Even among this list of carriers, competition is stiff. What’s more, operating a full service airline is capital and labour intensive. For example, Singapore Airlines’ revenue in 2023 was S$17.7 billion. However, its gross profit was only S$5.7 billion. With that said, should Etihad Airways proceed with its IPO, do your due diligence before investing in its shares.

Related: Investing 101: A Basic Guide to Stocks

2. Apple’s Shares Surge Despite iPhone Sales Dip

Apple devices grouped together
Source: Unsplash

For the first quarter of 2024, Apple recorded US$90.7 billion in revenue and a US$42.2 billion gross profit. However, these were significantly lower than its performance in the last quarter of 2023 because of a 10% drop in iPhone sales. On the bright side, the tech giant unveiled a US$110 billion stock buyback programme and 4% increase in dividends.

These two factors pushed Apple’s shares back into the US$180 range after dropping as low as US$164.08 in late-April. The firm’s latest stock buyback round has turned heads because this represents the largest repurchase in its history. Furthermore, Apple’s dividends have already been steadily increasing after its stock split in August 2020.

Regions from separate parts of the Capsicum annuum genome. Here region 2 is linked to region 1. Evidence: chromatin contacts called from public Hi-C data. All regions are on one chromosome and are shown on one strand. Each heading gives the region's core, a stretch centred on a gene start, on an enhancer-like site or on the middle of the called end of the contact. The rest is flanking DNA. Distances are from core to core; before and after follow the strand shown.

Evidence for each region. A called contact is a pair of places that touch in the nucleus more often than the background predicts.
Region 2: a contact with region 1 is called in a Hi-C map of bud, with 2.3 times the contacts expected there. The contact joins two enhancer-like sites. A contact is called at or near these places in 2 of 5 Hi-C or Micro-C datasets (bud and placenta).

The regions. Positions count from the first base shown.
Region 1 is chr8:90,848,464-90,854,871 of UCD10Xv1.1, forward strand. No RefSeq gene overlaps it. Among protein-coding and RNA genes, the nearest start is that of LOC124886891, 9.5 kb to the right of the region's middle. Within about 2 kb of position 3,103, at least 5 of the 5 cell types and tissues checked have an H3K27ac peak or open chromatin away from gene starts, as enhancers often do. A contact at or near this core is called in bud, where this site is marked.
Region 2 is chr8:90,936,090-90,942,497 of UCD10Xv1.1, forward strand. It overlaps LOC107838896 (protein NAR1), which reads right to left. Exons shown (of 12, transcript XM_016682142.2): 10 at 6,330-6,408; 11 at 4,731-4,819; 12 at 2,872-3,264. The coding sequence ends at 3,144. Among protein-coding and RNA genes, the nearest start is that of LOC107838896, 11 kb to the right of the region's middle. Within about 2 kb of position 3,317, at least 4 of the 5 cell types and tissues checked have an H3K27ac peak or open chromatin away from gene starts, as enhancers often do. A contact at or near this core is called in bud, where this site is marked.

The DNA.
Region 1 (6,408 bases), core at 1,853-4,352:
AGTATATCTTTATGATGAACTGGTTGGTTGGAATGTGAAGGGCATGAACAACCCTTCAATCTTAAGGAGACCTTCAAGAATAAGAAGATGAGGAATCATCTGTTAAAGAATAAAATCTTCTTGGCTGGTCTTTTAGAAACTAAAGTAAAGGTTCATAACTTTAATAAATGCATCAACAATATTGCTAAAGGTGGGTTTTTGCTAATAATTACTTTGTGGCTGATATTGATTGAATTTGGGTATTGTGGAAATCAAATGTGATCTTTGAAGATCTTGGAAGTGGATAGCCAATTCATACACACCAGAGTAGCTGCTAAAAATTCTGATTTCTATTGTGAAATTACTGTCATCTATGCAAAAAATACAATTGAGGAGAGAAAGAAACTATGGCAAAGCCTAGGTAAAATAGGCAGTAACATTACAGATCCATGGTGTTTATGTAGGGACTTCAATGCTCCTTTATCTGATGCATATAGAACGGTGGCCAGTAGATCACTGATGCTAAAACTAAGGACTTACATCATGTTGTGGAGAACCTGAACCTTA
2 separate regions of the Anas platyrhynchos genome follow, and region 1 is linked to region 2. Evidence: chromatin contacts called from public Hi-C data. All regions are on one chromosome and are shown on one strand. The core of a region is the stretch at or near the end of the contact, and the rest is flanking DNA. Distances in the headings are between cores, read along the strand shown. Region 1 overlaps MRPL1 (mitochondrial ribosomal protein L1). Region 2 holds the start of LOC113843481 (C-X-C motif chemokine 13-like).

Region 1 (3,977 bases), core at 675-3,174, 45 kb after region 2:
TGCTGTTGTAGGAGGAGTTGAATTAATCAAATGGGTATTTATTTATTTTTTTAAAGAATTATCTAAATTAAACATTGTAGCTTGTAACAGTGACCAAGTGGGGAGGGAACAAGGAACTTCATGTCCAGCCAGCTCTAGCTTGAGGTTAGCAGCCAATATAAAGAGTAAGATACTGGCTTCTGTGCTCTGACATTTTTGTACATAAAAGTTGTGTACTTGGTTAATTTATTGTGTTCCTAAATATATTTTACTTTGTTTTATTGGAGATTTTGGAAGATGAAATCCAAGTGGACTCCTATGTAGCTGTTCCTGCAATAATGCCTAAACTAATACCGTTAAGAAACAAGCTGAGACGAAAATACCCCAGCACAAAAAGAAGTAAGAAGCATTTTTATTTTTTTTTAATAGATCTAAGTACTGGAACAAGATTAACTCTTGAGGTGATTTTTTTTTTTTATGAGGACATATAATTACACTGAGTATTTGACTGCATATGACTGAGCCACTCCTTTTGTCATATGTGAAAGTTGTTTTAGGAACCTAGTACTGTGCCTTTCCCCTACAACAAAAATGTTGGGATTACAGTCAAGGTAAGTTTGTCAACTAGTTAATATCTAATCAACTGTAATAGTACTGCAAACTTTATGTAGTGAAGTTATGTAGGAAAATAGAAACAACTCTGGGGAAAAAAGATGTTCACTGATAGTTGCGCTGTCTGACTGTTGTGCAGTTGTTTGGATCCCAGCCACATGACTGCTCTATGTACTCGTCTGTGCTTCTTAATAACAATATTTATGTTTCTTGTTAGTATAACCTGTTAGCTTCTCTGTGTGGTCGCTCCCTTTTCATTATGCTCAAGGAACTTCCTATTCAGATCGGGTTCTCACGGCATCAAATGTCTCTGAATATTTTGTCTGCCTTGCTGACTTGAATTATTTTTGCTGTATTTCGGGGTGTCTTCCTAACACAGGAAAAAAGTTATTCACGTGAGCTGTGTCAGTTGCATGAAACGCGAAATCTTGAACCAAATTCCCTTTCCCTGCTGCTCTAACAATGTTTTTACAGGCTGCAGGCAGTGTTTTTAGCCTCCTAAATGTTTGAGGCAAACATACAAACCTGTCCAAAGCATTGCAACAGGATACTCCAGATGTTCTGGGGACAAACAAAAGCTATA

The first post-split dividend in 2020 was US$0.205 per share. Now, investors will be receiving US$0.25 per share. These two corporate actions have cushioned the blow of Apple’s weaker financial performance, as its share price demonstrated. Tim Cook, the company’s CEO, also assured investors that Apple is working on AI products.

Speaking of products, Apple unveiled its latest iPad Air and Pro models on 7 May. The iPads have not received a refresh since 2022, and the midrange model will miss this cycle of updates. Apple’s share price surged to US$184.90 that morning before retreating and closing the day at US$182.37.

What This May Mean For You

If you’re holding Apple’s shares, the company’s stock buyback means that you now own a larger portion of the firm. The value of Apple’s equity goes up while the number of owners are reduced. This also increased the earnings per share (EPS) ratio for Apple, which is a boon for investors tracking its quarterly and annual financial results.